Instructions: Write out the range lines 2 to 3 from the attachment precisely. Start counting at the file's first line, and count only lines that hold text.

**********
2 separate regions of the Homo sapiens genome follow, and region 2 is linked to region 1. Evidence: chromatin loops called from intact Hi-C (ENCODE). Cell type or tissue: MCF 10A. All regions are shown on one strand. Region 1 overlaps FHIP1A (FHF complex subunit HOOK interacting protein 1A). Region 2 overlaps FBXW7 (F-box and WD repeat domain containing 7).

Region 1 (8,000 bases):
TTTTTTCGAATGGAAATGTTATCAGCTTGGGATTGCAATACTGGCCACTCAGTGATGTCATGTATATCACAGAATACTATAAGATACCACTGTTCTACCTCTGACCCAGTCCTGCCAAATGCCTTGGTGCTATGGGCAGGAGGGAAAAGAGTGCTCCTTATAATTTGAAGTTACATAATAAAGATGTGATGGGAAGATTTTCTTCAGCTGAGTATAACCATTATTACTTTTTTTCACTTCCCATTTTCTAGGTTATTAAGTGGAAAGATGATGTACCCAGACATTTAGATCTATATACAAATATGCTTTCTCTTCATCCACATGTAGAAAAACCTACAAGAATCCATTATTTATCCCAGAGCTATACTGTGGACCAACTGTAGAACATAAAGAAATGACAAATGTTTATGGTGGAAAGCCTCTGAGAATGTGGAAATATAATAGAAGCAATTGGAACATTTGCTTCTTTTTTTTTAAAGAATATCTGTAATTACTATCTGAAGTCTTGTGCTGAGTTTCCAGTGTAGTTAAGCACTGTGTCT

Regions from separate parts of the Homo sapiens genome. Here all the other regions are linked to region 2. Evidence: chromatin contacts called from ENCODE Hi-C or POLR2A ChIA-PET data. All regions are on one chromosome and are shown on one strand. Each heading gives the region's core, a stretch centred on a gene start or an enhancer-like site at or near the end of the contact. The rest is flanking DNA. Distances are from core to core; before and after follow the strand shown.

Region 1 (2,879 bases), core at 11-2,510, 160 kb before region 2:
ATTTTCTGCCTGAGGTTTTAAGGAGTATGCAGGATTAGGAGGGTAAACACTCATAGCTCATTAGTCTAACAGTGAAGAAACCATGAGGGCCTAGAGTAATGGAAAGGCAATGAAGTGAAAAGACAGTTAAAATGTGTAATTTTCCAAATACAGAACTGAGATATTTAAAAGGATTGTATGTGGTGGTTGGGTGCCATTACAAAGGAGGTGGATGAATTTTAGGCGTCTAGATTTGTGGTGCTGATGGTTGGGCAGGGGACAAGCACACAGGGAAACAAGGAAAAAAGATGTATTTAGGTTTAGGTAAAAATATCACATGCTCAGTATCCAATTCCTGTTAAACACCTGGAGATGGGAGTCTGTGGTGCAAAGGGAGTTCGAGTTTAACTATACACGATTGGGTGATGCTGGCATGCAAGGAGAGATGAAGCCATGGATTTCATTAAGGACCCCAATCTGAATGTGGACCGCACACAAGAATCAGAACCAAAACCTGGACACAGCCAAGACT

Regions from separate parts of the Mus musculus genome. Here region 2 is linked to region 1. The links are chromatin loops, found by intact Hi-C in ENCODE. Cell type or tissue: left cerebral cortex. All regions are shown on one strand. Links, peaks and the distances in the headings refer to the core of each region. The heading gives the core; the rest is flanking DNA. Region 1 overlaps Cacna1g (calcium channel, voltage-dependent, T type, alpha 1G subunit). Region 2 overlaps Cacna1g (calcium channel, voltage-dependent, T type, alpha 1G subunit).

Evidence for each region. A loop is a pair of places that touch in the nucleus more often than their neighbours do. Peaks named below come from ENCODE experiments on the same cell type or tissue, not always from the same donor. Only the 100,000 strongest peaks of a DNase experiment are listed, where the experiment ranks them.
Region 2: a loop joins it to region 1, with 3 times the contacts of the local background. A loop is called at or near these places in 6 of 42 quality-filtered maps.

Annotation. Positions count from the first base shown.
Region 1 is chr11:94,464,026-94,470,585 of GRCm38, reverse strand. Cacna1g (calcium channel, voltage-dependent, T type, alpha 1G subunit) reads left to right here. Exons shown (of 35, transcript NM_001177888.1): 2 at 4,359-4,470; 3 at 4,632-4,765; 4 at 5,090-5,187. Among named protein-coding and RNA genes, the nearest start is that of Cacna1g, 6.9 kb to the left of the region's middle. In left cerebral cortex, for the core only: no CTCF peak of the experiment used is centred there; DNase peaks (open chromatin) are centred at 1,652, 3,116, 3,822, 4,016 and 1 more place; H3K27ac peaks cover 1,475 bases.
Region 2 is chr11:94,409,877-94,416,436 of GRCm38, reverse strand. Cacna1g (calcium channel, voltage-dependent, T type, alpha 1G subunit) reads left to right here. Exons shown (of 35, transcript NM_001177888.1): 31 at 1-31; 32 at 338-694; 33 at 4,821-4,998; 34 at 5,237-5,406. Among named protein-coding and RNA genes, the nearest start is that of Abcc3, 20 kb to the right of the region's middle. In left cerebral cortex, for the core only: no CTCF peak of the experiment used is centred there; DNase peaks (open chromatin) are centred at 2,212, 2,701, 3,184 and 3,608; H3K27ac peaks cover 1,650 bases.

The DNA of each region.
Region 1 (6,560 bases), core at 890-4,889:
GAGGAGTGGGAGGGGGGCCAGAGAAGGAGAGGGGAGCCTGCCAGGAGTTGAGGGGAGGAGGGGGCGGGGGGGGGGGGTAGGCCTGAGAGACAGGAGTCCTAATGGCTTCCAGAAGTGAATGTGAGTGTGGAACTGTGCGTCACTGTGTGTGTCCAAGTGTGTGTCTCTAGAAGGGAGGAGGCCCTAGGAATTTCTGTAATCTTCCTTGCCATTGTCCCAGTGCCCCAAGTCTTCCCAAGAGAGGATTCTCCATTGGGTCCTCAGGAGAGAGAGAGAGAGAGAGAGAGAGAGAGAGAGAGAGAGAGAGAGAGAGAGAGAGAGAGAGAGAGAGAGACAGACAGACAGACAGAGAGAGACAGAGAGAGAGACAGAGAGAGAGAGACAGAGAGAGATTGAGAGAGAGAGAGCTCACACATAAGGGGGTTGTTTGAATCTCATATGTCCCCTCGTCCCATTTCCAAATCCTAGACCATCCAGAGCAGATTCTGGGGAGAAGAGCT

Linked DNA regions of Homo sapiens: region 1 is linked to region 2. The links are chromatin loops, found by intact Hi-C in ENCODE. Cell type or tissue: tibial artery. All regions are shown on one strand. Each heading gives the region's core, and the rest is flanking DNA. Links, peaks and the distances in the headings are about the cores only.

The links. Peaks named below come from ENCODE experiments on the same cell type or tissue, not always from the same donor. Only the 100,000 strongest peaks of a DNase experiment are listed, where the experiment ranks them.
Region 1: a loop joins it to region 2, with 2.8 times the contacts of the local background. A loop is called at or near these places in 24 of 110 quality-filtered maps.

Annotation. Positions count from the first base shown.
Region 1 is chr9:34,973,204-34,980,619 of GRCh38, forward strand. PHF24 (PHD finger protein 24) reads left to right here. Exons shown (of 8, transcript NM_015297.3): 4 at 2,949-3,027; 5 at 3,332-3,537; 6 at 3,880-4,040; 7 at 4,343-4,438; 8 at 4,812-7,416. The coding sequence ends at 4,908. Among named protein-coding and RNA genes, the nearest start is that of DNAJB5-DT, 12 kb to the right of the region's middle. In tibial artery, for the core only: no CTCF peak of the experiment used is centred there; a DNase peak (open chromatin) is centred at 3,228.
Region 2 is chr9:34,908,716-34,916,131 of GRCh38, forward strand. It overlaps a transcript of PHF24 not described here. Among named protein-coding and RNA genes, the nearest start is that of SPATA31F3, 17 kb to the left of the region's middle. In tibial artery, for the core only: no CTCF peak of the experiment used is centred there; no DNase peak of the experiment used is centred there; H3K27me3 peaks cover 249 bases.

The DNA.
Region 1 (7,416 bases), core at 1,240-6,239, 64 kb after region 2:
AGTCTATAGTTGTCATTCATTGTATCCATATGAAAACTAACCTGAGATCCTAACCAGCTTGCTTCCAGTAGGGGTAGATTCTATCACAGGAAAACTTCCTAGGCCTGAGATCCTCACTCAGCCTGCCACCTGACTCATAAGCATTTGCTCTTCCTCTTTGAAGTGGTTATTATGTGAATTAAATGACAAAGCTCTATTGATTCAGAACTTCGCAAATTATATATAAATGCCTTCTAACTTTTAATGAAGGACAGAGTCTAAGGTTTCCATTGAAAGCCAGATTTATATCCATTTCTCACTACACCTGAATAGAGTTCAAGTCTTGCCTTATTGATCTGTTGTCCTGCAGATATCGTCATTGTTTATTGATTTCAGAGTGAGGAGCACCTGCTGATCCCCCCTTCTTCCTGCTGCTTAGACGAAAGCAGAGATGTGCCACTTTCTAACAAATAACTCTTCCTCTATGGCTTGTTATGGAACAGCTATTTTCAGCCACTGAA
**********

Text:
Region 1 (8,000 bases):
TTTTTTCGAATGGAAATGTTATCAGCTTGGGATTGCAATACTGGCCACTCAGTGATGTCATGTATATCACAGAATACTATAAGATACCACTGTTCTACCTCTGACCCAGTCCTGCCAAATGCCTTGGTGCTATGGGCAGGAGGGAAAAGAGTGCTCCTTATAATTTGAAGTTACATAATAAAGATGTGATGGGAAGATTTTCTTCAGCTGAGTATAACCATTATTACTTTTTTTCACTTCCCATTTTCTAGGTTATTAAGTGGAAAGATGATGTACCCAGACATTTAGATCTATATACAAATATGCTTTCTCTTCATCCACATGTAGAAAAACCTACAAGAATCCATTATTTATCCCAGAGCTATACTGTGGACCAACTGTAGAACATAAAGAAATGACAAATGTTTATGGTGGAAAGCCTCTGAGAATGTGGAAATATAATAGAAGCAATTGGAACATTTGCTTCTTTTTTTTTAAAGAATATCTGTAATTACTATCTGAAGTCTTGTGCTGAGTTTCCAGTGTAGTTAAGCACTGTGTCT